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Pectin & Lecithin. Here’s what all the fuss is about

Over the past few years, awareness of the benefits of ‘pectin’ and ‘lecithin’ for maintaining a healthy stomach lining has increased significantly. They’re ingredients you’ve no doubt heard of in relation to digestive supplements but possibly aren’t sure what they do. So, what’s all the fuss about?

Equine Gastric Ulcer Syndrome (EGUS)

The high prevalence of gastric ulcers occurring not only in performance horses but in leisure/pleasure horses and those out at pasture increases the need to identify natural substances that help promote optimal stomach health. While the drug omeprazole prevails as the most effective treatment for Equine Squamous Gastric Disease (ESGD) and its combined use with sucralfate for the effective treatment of Equine Glandular Gastric Disease (EGGD), there is a need for and a serious benefit to providing longer-term management strategies after initial treatment.

Since horses are meant to be grazing for the majority of the day (16-20 hours), their stomach produces gastric acid on an almost continuous basis. In fact, an 1100lb horse produces around 8 gallons of acid per day regardless of whether there is anything in the stomach! As you can imagine, if the horse goes for a period with nothing to eat, the stomach contents will become very acidic. Gastric ulcers are essentially wounds that develop on the stomach lining. Ulcers can occur in both the upper (squamous) and lower (glandular) part of the stomach. There are various factors that increase the risk of ESGD and EGGD in horses.

Check out the A/Prof Ben Sykes webinar series on the risk factors for ESGD and EGGD on the Kelato YouTube channel!


The squamous region of the horse’s stomach has a phospholipid surfactant-like layer (think of the consistency of detergent), which contributes to the mucosal barrier. However, it lacks a significant mucous layer, has poor blood supply, and has a variable ability to heal spontaneously once injured. On the other hand, the glandular region is where the acid glands are located, so it secretes a thick mucous and bicarbonate layer to protect the mucosa.

What is pectin?

Pectin is a water-soluble fiber found in the cell wall of fruits, tubers and the stems of plants. In the presence of a low pH, pectin forms a gel-like solution. To put it in perspective, pectins are used to thicken jam and give it a gel-like consistency.

What is lecithin?

Lecithin is an abundant, naturally occurring phospholipid found in animal and plant cell membranes. Commercially, lecithin is most commonly derived from soybeans. Phospholipids are made up of two fatty acids that are attached to a glycerol ‘head’. The glycerol head region of the molecule is hydrophilic, which means it attracts water. On the other end, the fatty acid tail is hydrophobic, which means it repels water.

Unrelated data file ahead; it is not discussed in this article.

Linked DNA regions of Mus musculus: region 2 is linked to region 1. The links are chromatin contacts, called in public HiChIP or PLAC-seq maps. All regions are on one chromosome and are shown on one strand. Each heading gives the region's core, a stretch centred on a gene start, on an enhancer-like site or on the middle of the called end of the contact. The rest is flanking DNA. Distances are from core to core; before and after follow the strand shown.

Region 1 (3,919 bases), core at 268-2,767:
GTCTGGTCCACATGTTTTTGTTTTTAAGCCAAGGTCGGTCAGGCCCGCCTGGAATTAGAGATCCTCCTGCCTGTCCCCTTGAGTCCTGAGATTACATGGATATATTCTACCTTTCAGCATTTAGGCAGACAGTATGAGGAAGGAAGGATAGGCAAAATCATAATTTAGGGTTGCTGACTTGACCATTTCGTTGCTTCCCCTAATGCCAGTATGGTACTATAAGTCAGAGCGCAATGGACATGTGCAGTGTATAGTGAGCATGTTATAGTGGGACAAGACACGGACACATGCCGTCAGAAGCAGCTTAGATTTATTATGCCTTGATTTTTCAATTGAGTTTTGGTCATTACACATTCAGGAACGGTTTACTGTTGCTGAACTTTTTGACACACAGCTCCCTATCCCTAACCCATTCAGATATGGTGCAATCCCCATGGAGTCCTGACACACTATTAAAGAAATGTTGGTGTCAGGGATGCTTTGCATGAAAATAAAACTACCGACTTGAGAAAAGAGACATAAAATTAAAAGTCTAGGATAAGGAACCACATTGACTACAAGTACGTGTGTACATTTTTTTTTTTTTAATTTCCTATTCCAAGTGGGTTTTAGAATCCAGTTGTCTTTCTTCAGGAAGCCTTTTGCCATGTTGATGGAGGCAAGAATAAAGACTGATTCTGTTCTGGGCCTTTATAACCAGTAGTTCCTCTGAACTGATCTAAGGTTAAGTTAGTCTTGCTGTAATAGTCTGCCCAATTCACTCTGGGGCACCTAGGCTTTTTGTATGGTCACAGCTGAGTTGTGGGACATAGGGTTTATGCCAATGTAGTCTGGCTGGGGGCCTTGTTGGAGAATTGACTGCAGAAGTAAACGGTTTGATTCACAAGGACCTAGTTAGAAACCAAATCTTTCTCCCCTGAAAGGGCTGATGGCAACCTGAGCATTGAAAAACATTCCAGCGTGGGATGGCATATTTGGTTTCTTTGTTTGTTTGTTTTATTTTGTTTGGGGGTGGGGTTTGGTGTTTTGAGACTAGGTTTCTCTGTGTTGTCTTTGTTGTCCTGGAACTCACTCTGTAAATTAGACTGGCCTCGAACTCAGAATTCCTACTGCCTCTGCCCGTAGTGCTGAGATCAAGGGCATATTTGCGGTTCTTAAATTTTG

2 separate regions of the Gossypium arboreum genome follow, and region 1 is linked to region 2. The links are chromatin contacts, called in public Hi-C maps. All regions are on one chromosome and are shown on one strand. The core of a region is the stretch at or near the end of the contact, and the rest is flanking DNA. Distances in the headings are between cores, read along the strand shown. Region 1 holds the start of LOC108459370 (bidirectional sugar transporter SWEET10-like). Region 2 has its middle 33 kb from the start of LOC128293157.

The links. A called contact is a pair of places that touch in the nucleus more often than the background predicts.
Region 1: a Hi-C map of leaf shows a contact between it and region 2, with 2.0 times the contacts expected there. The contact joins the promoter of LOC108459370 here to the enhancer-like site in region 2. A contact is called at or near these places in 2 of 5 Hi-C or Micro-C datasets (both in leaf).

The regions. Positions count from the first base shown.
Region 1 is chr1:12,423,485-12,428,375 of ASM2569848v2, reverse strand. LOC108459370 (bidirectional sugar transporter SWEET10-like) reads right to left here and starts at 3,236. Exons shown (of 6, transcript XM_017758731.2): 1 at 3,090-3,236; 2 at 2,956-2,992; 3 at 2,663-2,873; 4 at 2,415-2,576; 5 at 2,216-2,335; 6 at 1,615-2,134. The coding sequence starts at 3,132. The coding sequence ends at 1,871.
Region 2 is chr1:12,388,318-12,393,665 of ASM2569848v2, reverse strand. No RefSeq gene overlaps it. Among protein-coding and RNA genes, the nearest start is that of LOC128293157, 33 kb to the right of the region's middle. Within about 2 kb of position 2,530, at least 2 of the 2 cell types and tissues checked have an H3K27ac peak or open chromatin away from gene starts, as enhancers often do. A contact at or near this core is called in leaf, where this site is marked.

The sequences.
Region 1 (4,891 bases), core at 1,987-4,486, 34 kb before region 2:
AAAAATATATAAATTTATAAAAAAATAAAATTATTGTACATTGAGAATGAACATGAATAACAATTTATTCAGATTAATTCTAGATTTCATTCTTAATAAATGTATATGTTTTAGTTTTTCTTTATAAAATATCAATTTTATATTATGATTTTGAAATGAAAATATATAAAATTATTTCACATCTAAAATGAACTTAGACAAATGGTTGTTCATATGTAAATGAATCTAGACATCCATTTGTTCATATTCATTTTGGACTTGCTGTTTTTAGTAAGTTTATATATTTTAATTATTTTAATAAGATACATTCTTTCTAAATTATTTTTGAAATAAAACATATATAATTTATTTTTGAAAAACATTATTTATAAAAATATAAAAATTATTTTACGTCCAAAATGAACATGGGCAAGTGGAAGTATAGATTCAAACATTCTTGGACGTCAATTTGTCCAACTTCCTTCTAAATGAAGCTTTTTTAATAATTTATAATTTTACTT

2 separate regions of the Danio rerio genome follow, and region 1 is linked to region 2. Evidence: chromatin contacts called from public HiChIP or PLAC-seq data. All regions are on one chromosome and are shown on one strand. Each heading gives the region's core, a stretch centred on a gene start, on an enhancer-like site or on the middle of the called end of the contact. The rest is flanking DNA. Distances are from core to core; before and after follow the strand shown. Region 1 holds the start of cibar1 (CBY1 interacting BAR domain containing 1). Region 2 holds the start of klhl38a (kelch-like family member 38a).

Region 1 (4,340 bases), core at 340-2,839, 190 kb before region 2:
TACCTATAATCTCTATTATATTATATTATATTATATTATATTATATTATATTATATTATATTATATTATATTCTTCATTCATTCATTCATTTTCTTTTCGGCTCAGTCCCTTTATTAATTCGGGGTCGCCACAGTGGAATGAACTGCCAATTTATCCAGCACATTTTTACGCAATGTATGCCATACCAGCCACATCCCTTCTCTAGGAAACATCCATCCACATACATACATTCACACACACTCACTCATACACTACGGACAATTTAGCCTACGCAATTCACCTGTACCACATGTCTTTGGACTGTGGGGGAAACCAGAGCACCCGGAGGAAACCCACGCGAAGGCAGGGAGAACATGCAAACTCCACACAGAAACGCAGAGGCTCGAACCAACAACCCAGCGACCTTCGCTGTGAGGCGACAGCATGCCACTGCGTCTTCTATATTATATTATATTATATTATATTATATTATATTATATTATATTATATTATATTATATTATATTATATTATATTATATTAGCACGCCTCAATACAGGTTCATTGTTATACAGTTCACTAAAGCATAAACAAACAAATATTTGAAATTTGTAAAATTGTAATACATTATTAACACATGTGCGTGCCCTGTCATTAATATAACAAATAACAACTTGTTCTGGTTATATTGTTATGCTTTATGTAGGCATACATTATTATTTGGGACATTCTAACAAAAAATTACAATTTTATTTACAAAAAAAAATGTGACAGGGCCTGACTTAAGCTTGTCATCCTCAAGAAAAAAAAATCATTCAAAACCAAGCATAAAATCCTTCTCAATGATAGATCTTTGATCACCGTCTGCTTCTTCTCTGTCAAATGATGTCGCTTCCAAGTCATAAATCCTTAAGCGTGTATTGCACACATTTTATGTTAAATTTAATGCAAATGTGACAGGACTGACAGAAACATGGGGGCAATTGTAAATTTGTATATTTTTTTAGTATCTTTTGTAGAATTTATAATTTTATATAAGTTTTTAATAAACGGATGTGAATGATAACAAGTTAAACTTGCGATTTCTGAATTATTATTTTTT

How can pectin and lecithin benefit my horse?

As mentioned above, in the presence of a low pH (such as that found in the horse’s stomach) pectin turns into a gel. The pectin then binds to bile acids in the stomach. This increases the buffering capacity of the stomach acid (i.e. raises the pH and makes it less acidic) and helps to create a mucous-like barrier in the glandular region of the stomach.

Lecithin helps to stabilize the natural phospholipid layer of the horse’s stomach. In acidic conditions, lecithin immediately breaks down into a mix of reactive phospholipids. The hydrophilic (water-loving) head attaches to the stomach lining, leaving the hydrophobic (water-repelling) tail exposed to the lumen of the stomach. This arrangement helps provide a hydrophobic barrier between the tissue of the stomach wall and the gastric contents. Essentially, it repels water-loving substances such as gastric acid away from the stomach wall, thereby protecting the sensitive mucosa.

So, what does it all mean?

ESGD and EGGD are serious and debilitating conditions that can affect your horse’s health and behavior and once diagnosed, a course of omeprazole or a combination regime remains the most effective treatment. However, it’s also beneficial to consider the long-term use of a digestive supplement to maximize the benefits of the initial treatment, support the fragile gut environment and ensure your horse’s digestive system continues to function correctly.

When you are considering which product to choose, pectin and lecithin are ingredients you should look out for. Kelato’s PROTEK GI is UNIQUE as it provides the “coating agents” pectin and lecithin, which form a barrier over the stomach wall to support against acid burn and strengthen the mucosal lining. You might have heard A/Prof Dr Ben Sykes refer to this as “alkaline slime”.

PROTEK GI is designed to support horses’ total digestive health and those with gastrointestinal disturbances or gastric stress. We recommend using PROTEK GI during stressful periods.

Don’t forget that digestive health supplements along with veterinary-prescribed medication are only one part of the process of maintaining optimal gut health. Addressing the risk factors associated with ESGD and EGGD, changes to your horse’s diet and management practices are often required to provide a comprehensive solution to the management of EGUS.



Want to find out more? Head to the PROTEK GI page or email info@protekgi.com